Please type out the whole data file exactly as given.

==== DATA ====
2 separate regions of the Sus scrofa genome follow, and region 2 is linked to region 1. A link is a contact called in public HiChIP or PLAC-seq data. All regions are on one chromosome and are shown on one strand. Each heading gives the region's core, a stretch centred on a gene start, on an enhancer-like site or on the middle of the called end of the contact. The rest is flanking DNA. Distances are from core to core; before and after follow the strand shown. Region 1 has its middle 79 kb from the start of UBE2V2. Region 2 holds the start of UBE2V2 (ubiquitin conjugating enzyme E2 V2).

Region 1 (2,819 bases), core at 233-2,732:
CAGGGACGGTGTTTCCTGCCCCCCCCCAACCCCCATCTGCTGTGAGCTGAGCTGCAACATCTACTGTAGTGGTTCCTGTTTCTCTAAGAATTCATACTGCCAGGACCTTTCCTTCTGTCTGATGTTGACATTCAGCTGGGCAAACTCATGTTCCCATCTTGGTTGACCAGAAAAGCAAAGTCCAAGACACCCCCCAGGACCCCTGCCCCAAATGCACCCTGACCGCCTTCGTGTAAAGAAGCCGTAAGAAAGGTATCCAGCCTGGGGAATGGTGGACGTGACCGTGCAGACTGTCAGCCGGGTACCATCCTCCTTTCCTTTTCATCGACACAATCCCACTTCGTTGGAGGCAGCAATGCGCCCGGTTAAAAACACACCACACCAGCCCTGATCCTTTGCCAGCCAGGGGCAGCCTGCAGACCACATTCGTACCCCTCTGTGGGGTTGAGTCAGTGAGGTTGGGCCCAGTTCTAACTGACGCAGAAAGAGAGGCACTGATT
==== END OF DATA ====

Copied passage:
2 separate regions of the Sus scrofa genome follow, and region 2 is linked to region 1. A link is a contact called in public HiChIP or PLAC-seq data. All regions are on one chromosome and are shown on one strand. Each heading gives the region's core, a stretch centred on a gene start, on an enhancer-like site or on the middle of the called end of the contact. The rest is flanking DNA. Distances are from core to core; before and after follow the strand shown. Region 1 has its middle 79 kb from the start of UBE2V2. Region 2 holds the start of UBE2V2 (ubiquitin conjugating enzyme E2 V2).

Region 1 (2,819 bases), core at 233-2,732:
CAGGGACGGTGTTTCCTGCCCCCCCCCAACCCCCATCTGCTGTGAGCTGAGCTGCAACATCTACTGTAGTGGTTCCTGTTTCTCTAAGAATTCATACTGCCAGGACCTTTCCTTCTGTCTGATGTTGACATTCAGCTGGGCAAACTCATGTTCCCATCTTGGTTGACCAGAAAAGCAAAGTCCAAGACACCCCCCAGGACCCCTGCCCCAAATGCACCCTGACCGCCTTCGTGTAAAGAAGCCGTAAGAAAGGTATCCAGCCTGGGGAATGGTGGACGTGACCGTGCAGACTGTCAGCCGGGTACCATCCTCCTTTCCTTTTCATCGACACAATCCCACTTCGTTGGAGGCAGCAATGCGCCCGGTTAAAAACACACCACACCAGCCCTGATCCTTTGCCAGCCAGGGGCAGCCTGCAGACCACATTCGTACCCCTCTGTGGGGTTGAGTCAGTGAGGTTGGGCCCAGTTCTAACTGACGCAGAAAGAGAGGCACTGATT